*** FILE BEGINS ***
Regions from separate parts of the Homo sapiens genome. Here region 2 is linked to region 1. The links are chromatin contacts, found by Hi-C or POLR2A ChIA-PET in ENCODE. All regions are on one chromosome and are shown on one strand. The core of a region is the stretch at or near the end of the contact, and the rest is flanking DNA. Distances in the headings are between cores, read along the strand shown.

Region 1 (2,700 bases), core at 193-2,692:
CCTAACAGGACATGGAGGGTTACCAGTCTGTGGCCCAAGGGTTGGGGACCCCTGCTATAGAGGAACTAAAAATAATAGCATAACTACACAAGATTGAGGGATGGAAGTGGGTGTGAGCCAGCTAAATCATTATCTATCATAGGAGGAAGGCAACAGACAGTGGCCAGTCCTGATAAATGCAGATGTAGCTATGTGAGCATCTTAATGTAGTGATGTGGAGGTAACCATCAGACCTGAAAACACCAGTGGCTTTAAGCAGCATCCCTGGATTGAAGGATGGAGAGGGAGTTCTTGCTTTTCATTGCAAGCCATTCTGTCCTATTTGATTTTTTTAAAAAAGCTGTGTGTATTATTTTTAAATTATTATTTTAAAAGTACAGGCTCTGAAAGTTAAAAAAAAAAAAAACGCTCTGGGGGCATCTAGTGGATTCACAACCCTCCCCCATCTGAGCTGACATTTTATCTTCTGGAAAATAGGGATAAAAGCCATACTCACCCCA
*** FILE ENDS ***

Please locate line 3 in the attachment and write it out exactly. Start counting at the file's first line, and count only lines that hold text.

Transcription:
CCTAACAGGACATGGAGGGTTACCAGTCTGTGGCCCAAGGGTTGGGGACCCCTGCTATAGAGGAACTAAAAATAATAGCATAACTACACAAGATTGAGGGATGGAAGTGGGTGTGAGCCAGCTAAATCATTATCTATCATAGGAGGAAGGCAACAGACAGTGGCCAGTCCTGATAAATGCAGATGTAGCTATGTGAGCATCTTAATGTAGTGATGTGGAGGTAACCATCAGACCTGAAAACACCAGTGGCTTTAAGCAGCATCCCTGGATTGAAGGATGGAGAGGGAGTTCTTGCTTTTCATTGCAAGCCATTCTGTCCTATTTGATTTTTTTAAAAAAGCTGTGTGTATTATTTTTAAATTATTATTTTAAAAGTACAGGCTCTGAAAGTTAAAAAAAAAAAAAACGCTCTGGGGGCATCTAGTGGATTCACAACCCTCCCCCATCTGAGCTGACATTTTATCTTCTGGAAAATAGGGATAAAAGCCATACTCACCCCA